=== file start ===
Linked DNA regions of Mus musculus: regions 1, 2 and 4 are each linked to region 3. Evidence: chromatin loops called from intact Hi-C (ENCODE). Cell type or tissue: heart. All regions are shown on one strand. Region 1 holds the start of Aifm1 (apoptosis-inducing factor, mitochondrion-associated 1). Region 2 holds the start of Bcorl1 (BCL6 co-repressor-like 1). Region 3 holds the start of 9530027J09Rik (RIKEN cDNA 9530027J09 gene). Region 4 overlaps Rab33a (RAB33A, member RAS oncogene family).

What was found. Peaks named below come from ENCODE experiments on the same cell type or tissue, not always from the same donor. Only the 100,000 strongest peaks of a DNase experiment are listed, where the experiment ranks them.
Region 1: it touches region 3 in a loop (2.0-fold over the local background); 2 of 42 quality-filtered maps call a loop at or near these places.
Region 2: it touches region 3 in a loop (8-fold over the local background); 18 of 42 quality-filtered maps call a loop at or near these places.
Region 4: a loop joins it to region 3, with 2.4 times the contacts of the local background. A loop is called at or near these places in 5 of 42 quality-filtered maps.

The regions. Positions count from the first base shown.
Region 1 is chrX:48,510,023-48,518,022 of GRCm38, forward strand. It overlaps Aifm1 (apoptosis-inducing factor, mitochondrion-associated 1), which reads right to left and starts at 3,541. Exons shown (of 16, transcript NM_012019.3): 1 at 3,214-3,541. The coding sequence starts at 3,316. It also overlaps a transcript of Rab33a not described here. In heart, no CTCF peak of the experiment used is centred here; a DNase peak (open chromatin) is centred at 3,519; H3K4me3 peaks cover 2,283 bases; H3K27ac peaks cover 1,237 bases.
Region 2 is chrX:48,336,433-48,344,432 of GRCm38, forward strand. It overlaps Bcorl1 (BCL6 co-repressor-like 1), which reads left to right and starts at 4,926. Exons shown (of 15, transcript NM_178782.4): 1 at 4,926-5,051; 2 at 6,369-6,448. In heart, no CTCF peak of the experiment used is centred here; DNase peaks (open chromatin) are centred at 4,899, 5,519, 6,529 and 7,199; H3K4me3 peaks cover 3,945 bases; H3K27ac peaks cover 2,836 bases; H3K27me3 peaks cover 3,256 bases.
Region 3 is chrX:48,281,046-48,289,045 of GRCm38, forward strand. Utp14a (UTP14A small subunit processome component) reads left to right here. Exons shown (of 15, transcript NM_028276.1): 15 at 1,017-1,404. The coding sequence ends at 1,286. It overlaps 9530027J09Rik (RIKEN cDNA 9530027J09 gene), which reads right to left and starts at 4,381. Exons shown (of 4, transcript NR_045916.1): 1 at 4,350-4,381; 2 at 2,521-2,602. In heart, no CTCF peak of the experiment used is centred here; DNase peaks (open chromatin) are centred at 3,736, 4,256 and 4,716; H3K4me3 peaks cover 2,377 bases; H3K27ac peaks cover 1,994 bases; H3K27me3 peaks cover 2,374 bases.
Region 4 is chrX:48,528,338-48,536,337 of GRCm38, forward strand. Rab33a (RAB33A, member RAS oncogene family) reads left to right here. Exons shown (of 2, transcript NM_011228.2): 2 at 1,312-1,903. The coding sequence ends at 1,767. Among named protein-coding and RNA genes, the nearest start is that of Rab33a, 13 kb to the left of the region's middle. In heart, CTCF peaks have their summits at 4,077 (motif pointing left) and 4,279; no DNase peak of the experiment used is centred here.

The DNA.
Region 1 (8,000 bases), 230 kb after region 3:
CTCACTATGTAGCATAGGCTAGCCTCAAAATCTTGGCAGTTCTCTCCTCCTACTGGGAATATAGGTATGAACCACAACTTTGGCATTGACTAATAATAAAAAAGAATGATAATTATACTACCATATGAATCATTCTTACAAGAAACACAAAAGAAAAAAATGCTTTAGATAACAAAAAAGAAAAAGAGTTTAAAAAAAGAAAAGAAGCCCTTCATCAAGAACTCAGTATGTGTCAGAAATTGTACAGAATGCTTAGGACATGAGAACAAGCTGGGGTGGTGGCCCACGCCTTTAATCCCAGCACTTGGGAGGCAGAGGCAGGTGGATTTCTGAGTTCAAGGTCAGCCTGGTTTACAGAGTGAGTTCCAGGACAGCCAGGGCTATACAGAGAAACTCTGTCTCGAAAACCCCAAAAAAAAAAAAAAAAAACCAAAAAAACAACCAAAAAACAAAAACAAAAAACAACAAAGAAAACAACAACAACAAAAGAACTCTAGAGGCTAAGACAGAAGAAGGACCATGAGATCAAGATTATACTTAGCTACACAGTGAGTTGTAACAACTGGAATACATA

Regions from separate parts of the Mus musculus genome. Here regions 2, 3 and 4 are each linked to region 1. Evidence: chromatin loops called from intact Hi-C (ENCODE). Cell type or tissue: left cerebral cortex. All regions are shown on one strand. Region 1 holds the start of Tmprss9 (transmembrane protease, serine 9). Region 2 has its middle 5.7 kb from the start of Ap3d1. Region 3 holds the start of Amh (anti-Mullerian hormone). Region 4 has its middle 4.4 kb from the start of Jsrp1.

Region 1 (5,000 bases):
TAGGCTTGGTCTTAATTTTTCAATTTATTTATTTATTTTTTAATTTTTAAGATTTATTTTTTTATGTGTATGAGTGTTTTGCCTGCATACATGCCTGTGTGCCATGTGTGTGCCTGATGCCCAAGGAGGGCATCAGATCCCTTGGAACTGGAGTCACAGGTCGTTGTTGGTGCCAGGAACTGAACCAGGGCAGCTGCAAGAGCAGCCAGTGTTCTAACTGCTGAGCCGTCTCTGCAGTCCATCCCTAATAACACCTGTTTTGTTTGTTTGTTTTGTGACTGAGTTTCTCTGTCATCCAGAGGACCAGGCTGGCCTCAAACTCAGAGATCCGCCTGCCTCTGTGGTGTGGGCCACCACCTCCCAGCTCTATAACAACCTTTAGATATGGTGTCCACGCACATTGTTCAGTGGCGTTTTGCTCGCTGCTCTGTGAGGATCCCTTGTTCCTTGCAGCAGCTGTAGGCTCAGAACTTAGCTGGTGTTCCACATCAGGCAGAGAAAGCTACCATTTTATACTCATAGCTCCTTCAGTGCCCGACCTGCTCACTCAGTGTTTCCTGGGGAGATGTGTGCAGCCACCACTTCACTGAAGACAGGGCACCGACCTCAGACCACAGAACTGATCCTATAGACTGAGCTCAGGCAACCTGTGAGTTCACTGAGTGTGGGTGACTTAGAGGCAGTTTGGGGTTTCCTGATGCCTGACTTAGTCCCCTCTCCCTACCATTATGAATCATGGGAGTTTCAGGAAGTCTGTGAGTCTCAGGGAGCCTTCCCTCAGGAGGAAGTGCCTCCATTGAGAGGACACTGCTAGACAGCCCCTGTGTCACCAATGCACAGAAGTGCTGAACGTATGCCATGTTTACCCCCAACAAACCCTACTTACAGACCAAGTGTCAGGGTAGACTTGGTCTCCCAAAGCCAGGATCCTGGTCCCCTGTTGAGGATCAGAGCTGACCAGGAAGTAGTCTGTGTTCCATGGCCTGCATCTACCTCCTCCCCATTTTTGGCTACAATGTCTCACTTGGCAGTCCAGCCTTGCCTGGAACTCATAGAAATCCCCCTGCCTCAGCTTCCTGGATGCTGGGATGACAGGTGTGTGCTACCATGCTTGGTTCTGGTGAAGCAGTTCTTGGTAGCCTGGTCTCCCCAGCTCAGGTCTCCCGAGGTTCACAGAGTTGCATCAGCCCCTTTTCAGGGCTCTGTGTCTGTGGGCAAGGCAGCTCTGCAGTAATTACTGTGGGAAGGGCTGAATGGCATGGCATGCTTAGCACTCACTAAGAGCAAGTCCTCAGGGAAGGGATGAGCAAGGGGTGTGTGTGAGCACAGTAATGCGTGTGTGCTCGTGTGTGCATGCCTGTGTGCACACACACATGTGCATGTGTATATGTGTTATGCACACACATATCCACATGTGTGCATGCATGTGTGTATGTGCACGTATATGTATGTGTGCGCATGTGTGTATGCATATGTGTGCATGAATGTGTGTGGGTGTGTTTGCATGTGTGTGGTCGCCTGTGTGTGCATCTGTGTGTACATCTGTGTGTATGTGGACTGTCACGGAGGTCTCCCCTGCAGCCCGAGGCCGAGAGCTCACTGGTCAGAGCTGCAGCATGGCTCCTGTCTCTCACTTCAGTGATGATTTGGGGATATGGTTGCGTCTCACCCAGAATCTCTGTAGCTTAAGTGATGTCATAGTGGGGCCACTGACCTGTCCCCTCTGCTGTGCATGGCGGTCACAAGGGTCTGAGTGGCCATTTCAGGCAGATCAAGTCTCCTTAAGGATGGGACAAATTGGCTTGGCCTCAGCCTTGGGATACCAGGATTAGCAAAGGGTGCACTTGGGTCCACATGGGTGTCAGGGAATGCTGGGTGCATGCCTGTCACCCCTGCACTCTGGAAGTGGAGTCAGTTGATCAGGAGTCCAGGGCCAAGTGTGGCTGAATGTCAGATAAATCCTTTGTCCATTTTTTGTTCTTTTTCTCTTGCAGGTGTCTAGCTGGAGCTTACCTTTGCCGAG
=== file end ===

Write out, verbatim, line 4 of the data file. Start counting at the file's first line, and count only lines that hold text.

Region 2: it touches region 3 in a loop (8-fold over the local background); 18 of 42 quality-filtered maps call a loop at or near these places.